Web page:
Money flows on both sides of right-to-work debate

Right-to-work opponents said they were angry about special interests' influence over legislators.

Right-to-work opponents said they were angry about special interests' influence over legislators.

Image By: Emily Buck

In 1980 a gallon of gas cost $1.08, a dozen eggs were priced at 89 cents and, according to Mike McCabe, former head of the Wisconsin Democracy Campaign, a state Senate candidate needed to raise $40,000 to be competitive in an election.

“Now you would have to be prepared to spend seven figures to remain competitive in a race,” McCabe said. “We’ve even seen some state Senate races cost as much as $10 million.”

Campaign finance has left its mark on the recent right-to-work debate, as members of both parties have accused the other of allowing special interest groups to manipulate them in the debate over the law.

Republicans have accused Democrats of supporting labor unions for purely political purposes.

“The organization that donates money [to campaigns], the 800-pound gorilla in the room … is labor unions [giving to Democratic lawmakers],” said state Rep. Dean Knudson, R-Hudson, during floor debate in the Assembly.

Democrats responded that Republicans introduced the bill to serve special interests.

“[Republicans] put the priorities of the Koch Brothers, Wisconsin Manufacturers and Commerce, and the Bradley Foundation ahead of every hardworking Wisconsinite,” State Sen. Chris Larson, D-Milwaukee, said in a statement after the right-to-work bill passed the state Senate.

McCabe said both sides’ arguments are accurate.

“There is no question that [business interests] have a friendly majority in the [state] legislature. They have a majority of [Republican] legislators who are easy to please,” McCabe said. “Democrats have long been very much interested in siding with unions.”

One of the most prominent right-to-work advocates is Wisconsin Manufacturers & Commerce, the state’s chamber of commerce. In addition to hiring former state Sen. Joe Leibham, R-Sheboygan, to lobby for the legislation, the WMC has been one of the more prominent campaign contributors for Republican lawmakers.

In the 2014 election cycle, the WMC political action committee gave $4,150 in campaign contributions to seven Republican candidates, according to the candidates’ financial reports. The group also spent an estimated $4.8 million on TV ads promoting candidates, according to a report from the Center for Public Integrity.

More notably, the WMC conduit gave $72,295 to Republican state Senate, Assembly and gubernatorial campaigns in the past election cycle, a 53 percent increase over the 2012 elections. According to McCabe, conduits bundle donations together from individuals as a single check and generally operate without limits that could constrain a PAC or individual giving.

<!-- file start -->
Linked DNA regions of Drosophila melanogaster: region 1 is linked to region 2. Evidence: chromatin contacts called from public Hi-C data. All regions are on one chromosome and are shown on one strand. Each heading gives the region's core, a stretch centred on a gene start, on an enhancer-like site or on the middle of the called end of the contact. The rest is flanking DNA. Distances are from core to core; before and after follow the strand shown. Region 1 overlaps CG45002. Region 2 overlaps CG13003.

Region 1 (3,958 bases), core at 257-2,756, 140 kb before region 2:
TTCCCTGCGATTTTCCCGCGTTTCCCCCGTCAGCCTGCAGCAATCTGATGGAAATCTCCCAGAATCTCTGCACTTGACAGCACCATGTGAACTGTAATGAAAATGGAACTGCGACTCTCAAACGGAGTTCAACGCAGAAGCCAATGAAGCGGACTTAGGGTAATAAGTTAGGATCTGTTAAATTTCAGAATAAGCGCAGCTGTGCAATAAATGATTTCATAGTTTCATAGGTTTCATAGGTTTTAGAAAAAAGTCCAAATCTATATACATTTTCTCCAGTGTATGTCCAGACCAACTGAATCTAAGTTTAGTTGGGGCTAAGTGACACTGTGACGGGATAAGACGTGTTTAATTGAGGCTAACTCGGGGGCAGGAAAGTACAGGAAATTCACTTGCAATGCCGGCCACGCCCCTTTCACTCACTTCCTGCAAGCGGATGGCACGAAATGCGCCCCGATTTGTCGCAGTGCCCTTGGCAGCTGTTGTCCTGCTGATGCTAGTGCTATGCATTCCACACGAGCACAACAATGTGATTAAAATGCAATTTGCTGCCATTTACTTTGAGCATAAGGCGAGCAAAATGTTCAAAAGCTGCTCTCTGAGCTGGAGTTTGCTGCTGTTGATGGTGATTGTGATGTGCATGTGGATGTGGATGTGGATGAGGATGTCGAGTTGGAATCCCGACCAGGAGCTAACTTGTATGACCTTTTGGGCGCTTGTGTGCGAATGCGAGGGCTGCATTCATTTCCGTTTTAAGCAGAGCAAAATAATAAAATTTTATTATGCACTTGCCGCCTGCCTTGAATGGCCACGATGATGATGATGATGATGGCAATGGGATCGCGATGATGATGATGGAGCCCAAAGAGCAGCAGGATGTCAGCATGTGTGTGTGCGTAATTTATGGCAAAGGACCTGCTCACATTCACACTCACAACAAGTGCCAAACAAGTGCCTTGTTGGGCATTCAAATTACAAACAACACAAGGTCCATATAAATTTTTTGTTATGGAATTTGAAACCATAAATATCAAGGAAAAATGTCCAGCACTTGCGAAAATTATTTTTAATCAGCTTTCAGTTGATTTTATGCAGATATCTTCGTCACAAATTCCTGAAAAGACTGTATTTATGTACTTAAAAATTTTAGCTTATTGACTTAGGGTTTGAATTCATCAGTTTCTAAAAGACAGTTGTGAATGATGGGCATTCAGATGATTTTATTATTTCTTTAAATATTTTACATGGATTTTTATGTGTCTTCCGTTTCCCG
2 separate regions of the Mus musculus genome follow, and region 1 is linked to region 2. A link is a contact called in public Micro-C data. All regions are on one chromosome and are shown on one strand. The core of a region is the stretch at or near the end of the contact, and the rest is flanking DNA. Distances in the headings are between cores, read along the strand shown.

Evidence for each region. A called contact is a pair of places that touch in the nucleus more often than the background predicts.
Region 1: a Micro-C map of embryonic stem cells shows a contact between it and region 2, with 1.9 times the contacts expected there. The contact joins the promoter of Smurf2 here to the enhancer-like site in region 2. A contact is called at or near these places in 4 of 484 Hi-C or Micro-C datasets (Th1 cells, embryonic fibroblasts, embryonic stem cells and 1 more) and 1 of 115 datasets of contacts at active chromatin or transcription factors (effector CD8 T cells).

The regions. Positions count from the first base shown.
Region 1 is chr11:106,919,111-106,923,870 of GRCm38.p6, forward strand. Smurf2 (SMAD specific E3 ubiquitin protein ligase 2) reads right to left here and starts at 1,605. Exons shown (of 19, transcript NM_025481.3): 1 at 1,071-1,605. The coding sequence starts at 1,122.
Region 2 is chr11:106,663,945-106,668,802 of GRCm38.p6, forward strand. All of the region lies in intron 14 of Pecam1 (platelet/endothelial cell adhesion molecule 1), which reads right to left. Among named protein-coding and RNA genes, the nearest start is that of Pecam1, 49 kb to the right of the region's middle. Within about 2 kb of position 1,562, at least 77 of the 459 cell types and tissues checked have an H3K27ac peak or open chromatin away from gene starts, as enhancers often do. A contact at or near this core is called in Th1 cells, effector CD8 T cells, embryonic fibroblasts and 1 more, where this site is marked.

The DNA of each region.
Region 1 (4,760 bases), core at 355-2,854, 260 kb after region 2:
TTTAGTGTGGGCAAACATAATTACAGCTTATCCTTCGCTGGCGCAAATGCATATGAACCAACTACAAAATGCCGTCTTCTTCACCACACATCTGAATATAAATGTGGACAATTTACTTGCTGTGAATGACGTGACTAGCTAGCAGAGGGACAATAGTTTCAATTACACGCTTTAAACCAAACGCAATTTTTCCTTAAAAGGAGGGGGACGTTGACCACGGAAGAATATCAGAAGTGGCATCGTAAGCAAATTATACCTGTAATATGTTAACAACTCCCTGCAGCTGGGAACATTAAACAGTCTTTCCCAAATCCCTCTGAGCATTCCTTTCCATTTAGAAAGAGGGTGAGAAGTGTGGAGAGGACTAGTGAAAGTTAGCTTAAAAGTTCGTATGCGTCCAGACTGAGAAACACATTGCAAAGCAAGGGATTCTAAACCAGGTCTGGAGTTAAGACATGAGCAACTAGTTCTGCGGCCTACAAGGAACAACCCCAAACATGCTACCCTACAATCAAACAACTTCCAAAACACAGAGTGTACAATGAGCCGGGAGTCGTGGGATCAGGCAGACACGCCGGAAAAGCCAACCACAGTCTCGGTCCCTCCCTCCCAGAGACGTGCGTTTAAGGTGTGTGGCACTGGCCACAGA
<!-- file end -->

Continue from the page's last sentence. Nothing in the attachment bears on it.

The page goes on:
McCabe said campaign contributions weigh on a candidate’s mind more today than they would have in the past.

“There is no question that today’s lawmakers are hypersensitive to the flow of money in campaigns,” he said. “There is an unmistakable [voting] pattern that favors those who bankroll their campaigns.”

Labor unions also have cast their lot with financial donations, largely to Democratic campaigns. Unions, both public and private, gave more than $1 million to Democratic campaigns in advance of the fall 2014 elections compared with roughly $90,000 to Republican candidates.

The Wisconsin Laborers’ District Council, whose leaders have been fixtures at rallies against right-to-work, gave $85,560 to campaigns in the fall. This is a substantial increase from the 2012 election cycle when the union gave only $5,274 to candidates.

State Sen. Janet Bewley, D-Ashland, who joined her Democratic colleagues in voting against right-to-work, received 53 percent of the $20,629 she raised in the past election cycle from labor unions. This included $1,000 from the WLDC, the maximum allowed for a state Senate race under state law.

A spokesperson for Bewley said her belief that the bill will have a negative economic impact was a more significant reason in casting her “no” vote than financial support from labor unions.

McCabe said the decline in membership has nonetheless decreased unions’ power to give to candidates, meaning that business interests will have more leverage going forward than in the past.

“If you follow the money, you get a clear picture of why we see the kind of legislation passed that we are now,” McCabe said. “Republicans are way more adventurous and aggressive about passing anti-union legislation than 15 or 20 years ago because they don’t have to worry about opponents that are heavily funded by labor.”

WMC and WLDC didn’t return multiple phone calls seeking comment for this story.

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